Education is generally defined as the process of acquisition of skills, knowledge, values, beliefs, and habits. Indian education is commonly divided formally into such stages as primary, secondary and then college.
Just like any other field, Indian education has too evolved; let us look into the education practices that were followed in various stages of Indian civilization.
Education in Ancient India
Indian education in the Ancient era leads back to the third century BC. During those periods, sages and scholars taught education orally and after the alphabet writing practice was introduced, the instructions taught were written over palm leaves and barks of trees for future references. In ancient India mostly temples and religious places took the role of modern day schools. Gradually the concept of Gurukul System was originated which brought education as a full-time practice. The Gurukul system of education is one of the oldest and considered to be the most efficient on earth. Gurukuls were traditional residential schools of learning a certain set of skills and value. At the Gurukuls, the teacher imparted knowledge of religion, scriptures, philosophy, literature, warfare, statecraft and mathematics, medicine, astrology, and history.
Education in Medieval India
It is an undeniable fact that Religion was a core part of education. The changes brought in the education system of medieval India are due to the practices followed by Buddhism and Jainism. Due to their influence, the concept of higher education was introduced and the universities at Nalanda, Ujjain, Takshila, and Vikramshila flourished. As the Mughals invaded India they introduced the Madrasah system of the educational system. Apart from these during these, there was a significant visible Persian influence in the Indian educational system.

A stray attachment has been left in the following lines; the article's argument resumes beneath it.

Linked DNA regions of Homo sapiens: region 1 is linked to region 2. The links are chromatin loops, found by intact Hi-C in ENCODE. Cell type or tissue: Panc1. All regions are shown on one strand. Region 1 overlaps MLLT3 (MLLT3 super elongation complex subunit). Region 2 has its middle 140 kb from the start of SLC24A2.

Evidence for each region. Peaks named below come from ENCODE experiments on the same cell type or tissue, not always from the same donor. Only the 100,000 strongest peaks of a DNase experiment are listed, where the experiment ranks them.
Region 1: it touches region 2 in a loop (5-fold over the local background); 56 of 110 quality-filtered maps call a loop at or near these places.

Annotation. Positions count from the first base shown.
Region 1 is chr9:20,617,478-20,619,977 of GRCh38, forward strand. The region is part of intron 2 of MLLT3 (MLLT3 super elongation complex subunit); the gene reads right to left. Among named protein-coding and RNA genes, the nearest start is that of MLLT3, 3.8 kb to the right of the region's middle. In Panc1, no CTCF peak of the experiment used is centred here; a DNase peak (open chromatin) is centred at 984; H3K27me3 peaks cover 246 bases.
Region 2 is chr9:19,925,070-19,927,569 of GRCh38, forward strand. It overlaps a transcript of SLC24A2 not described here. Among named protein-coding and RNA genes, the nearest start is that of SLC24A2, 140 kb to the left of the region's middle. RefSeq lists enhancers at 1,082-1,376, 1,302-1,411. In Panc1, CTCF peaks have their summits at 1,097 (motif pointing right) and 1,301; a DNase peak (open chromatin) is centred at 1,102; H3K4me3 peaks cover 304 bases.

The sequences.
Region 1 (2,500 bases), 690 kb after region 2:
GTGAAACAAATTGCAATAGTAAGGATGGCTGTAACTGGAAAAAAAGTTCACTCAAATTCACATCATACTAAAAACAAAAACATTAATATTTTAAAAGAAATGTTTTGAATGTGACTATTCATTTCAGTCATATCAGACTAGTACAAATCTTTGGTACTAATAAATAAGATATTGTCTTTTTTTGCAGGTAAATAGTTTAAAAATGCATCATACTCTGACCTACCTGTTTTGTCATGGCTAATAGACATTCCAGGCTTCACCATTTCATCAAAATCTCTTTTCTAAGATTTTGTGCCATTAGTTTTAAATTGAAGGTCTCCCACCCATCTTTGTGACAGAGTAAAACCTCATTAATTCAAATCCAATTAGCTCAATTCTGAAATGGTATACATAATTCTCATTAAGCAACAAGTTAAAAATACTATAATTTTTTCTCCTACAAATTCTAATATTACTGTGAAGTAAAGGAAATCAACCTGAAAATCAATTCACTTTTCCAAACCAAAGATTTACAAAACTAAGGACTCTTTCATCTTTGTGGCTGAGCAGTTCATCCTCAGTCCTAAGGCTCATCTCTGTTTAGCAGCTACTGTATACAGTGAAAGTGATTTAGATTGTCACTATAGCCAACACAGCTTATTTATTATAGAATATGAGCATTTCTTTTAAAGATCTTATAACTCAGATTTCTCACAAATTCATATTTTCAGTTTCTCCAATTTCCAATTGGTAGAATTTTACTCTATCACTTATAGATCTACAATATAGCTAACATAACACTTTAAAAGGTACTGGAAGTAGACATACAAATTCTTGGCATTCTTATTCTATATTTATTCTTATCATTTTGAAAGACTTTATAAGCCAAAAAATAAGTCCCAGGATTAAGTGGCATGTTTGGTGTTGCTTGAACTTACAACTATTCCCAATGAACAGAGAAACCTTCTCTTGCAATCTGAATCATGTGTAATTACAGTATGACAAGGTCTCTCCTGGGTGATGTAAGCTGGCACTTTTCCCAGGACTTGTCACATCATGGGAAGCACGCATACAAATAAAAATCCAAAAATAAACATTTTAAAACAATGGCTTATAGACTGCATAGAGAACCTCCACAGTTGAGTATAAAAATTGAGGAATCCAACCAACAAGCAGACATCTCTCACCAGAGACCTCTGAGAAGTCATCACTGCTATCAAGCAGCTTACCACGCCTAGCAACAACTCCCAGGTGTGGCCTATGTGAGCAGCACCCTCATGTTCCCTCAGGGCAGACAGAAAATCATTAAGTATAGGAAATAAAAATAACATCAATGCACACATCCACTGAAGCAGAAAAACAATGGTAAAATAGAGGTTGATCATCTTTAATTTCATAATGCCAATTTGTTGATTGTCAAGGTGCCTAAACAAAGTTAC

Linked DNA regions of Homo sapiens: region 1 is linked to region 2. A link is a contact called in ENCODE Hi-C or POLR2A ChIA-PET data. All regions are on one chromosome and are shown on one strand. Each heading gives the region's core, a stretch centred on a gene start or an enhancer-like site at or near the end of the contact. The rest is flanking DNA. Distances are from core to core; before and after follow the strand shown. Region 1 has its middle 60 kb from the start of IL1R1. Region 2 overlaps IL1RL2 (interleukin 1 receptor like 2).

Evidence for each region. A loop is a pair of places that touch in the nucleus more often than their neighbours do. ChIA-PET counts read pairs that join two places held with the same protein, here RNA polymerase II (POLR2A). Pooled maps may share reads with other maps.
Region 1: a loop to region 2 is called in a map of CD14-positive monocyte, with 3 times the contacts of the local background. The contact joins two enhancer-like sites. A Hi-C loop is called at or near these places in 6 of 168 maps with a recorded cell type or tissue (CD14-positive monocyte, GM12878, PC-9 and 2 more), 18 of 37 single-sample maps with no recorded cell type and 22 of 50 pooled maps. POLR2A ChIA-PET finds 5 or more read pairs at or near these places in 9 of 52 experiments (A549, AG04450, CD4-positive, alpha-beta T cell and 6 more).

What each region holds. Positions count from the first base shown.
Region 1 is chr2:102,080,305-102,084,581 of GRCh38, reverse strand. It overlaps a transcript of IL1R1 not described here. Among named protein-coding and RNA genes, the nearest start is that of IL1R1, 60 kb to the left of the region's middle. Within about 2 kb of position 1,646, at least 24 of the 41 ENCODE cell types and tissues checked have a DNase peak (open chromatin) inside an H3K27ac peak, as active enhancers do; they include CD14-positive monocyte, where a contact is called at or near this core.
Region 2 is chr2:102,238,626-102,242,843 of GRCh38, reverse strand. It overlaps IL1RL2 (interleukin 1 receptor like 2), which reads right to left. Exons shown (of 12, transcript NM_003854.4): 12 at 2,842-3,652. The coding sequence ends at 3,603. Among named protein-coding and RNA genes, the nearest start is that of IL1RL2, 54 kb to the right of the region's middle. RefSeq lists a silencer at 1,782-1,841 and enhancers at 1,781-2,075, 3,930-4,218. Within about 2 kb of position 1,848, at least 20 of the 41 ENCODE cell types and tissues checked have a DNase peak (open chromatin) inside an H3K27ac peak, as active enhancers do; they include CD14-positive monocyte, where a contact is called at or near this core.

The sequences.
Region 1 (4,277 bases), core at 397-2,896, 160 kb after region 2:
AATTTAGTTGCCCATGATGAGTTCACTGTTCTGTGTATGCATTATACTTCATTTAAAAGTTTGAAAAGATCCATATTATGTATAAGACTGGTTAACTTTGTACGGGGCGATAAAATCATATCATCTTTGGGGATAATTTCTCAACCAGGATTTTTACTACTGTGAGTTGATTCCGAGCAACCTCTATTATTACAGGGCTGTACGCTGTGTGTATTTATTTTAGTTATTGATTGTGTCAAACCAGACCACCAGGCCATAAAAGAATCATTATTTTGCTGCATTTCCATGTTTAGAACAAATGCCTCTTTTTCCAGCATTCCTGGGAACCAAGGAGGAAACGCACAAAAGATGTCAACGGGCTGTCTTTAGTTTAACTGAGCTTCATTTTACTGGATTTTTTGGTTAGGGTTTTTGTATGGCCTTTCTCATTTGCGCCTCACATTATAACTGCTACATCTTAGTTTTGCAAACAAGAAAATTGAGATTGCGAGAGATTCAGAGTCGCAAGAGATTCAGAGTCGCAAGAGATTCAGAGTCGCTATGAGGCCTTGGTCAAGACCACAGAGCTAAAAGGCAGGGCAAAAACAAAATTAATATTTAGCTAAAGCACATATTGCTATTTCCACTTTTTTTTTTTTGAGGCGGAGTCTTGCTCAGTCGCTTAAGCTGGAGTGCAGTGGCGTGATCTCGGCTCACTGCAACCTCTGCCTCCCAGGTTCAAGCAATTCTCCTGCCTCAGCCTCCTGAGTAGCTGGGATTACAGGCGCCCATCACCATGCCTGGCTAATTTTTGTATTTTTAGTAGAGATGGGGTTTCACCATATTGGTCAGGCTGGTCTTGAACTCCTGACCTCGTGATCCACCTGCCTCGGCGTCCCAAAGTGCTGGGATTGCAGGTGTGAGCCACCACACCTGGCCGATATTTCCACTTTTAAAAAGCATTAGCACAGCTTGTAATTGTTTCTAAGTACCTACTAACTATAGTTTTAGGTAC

Indian education in Modern era
The British rule brought many drastic changes in Indian educational system which was embedded that strong in our country that we are influenced by those even in the 21st century. Education in Modern India refers to the period from that of 18th century. During that period the concept of school was developed. Every village in country had schools in their respective places either alone or inside a temple church or mosque. These schools guided the students to read and write about the concepts of arithmetic, law, astronomy, metaphysics, ethics, medical theology, science and religion. The style and content of Indian society during the 19th century witnessed a dramatic change both inwards and outwards. The British raj introduced women education and educational rights became a Fundamental Right for citizens of India.
Education in modern India gained a whole new face with a huge influence of westernized education which was almost inevitably started with the coming of the British. The British employed different strategies of emotional and intellectual colonization in India, to consolidate political immigration. Insertion of western style education was a major strategy of all. The elite section of Indian society was deeply attracted and started to get accustomed to the English culture, ideologies, and education, which facilitated the British to easily infiltrate into the Indian soil.
The three universities of Calcutta, Madras, and Bombay established in 1857 were in the port cities of India training their human resource to the needs of the labor market.
The goals of British education in India were articulated in 1835 by Thomas Macaulay
“We must do our best to form a class of persons Indian in blood and color, but English in taste, in opinions, words, and intellect.”
It is very important to get to know the transformation that Indian education system went through. These were the educational systems that were actually in practice in their respective era. And here we stand following the inevitable process of evolution in the so-called 21st-century school-based educational system. In other words a pure practical oriented educational system has been transformed into a purely theoretical one. It is in our hands to interpret the same and to determine whether can caused is a boon or bane.